Such genomic research is possible be­cause sequencing costs have come down dramatically allowing for an explosion of research findings, especially from The Can­cer Genome Atlas project. Research com­ing from this project has already led to a test that tells women with a common type of breast cancer whether they need or don’t need chemotherapy. The test spares some women the toxicity and cost of chemother­apy and saves the health care system about $100 million dollars, Collins said.

“Don’t let anybody tell you that new technology always costs more,” said Col­lins.

The NIH hopes to take opportunities from what Collins calls the “golden era of discovery in the molecular basis for disease” and help researchers cross the gap between fundamental knowledge to FDA approved therapeutics. Most potential therapeutics fail in the pre-clinical stage; however, Col­lins sees that failure as an opportunity for something new and innovative.

Collins said that one worrisome note is the recently approved 2011 budget. The NIH will receive $30.924 billion dollars, which is down 1 percent. This is highly unusual because there was only one time in the past 30 years that the NIH budget has dropped.

The conference began with three bus­loads of attendees taking field trips to see hands-on research, cancer treatment, medical procedure and training for future health professionals.

One field trip visited ECRI Institute facilities, where attendees visited the na­tion’s only real-life CSI lab focused on fo­rensic health care accident investigations and took a virtual tour into the future of health care with insights from the new federal health care technology horizon scanning program. The same group’s last stop was at the world-renowned Mütter Museum, part of the oldest professional society in the nation, The College of Phy­sicians of Philadelphia (founded in 1787). At the museum, AHCJ members explored the disturbingly informative collections and specimens, from medical oddities to antique surgical instruments.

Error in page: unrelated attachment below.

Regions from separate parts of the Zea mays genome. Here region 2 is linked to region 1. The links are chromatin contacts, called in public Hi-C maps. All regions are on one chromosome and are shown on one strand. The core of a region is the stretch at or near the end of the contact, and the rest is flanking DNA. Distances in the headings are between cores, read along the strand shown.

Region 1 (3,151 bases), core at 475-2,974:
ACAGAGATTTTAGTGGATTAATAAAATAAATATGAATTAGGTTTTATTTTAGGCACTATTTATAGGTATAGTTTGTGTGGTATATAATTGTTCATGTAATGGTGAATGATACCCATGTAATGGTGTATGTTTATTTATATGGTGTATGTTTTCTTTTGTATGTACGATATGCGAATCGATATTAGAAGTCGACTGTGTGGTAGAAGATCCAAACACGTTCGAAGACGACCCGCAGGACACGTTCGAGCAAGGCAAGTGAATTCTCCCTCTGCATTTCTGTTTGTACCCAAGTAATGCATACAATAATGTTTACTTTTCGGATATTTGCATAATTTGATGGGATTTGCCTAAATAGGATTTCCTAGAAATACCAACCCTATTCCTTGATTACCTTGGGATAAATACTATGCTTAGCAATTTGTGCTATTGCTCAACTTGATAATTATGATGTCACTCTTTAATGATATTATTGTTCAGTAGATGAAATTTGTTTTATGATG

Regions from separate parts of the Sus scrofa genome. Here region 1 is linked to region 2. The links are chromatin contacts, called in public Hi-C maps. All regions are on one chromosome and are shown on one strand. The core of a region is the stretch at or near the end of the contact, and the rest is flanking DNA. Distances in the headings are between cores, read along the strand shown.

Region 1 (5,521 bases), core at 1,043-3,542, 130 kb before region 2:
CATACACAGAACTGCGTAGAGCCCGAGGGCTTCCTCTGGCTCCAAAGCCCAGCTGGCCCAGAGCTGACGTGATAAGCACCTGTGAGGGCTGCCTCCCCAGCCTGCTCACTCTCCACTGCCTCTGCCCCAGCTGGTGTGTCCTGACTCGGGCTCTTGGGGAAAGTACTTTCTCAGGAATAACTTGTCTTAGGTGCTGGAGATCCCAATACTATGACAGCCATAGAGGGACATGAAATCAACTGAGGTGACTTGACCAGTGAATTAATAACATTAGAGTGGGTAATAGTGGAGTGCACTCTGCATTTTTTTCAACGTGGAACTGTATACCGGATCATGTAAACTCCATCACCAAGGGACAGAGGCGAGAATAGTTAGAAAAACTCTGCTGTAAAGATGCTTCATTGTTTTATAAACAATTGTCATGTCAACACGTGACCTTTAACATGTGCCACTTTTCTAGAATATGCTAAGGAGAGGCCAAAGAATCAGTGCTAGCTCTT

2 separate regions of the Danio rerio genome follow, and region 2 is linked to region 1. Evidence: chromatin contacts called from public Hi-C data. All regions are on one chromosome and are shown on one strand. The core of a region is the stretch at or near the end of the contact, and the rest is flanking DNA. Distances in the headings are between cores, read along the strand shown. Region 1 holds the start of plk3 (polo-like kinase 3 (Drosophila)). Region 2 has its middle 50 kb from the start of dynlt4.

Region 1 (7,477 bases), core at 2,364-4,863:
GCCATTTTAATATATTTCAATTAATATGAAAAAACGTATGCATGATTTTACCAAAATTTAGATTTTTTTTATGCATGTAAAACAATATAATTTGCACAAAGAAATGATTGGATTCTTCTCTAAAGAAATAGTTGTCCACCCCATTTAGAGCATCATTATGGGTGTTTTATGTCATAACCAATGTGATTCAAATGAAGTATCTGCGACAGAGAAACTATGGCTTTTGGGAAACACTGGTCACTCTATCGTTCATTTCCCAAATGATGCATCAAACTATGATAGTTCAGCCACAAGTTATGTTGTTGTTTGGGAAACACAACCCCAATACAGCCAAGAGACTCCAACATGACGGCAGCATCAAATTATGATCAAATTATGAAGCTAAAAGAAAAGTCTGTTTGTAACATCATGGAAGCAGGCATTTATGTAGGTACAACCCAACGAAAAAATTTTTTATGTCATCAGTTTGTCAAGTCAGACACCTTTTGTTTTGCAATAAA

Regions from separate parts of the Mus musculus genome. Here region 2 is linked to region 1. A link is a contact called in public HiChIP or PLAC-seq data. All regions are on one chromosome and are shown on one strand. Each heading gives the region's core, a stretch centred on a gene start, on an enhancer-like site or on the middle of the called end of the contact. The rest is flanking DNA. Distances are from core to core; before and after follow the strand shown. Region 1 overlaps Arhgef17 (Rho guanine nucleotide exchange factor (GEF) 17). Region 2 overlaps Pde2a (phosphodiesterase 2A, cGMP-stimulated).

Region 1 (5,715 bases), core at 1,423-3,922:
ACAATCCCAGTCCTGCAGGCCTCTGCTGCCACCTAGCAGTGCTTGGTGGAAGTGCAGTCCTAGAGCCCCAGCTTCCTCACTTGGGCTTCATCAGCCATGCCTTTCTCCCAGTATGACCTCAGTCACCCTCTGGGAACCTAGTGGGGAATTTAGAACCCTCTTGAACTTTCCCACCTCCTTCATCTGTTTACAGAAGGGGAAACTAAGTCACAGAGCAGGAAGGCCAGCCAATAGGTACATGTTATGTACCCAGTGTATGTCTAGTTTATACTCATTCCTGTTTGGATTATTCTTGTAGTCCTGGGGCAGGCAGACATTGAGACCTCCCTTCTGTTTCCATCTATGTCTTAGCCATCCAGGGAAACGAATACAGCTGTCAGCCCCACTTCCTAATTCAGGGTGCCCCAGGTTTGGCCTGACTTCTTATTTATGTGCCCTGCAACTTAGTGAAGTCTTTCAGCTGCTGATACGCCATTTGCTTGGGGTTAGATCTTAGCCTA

Another group visited the University of Pennsylvania’s Roberts Proton Therapy Center, where radiation oncologists at­tack cancer with a beam of particles shot out of a 220-ton cyclotron and delivered into patients at 100,000 miles per second.

The group split to tour either a high-tech facility where personalized medicines are made, or Penn’s new 22-bed Neuro­critical Care Unit. At the Clinical Cell and Vaccine Production Facility, AHCJ mem­bers donned bunny suits, lab booties and surgical gloves to experience this “clean” laboratory suite where patients’ own cells are engineered to make therapies uniquely suited to their diseases. At the Neurocriti­cal Unit, members saw how the multi-disciplinary Neurocritical Care Team rap­idly integrates neurologic expertise with multiple streams of monitored data. The team discussed cross-disciplinary ways Penn is developing specialty applications for technology and pioneering collabora­tions in medicine, computer science, bio­engineering and sociology.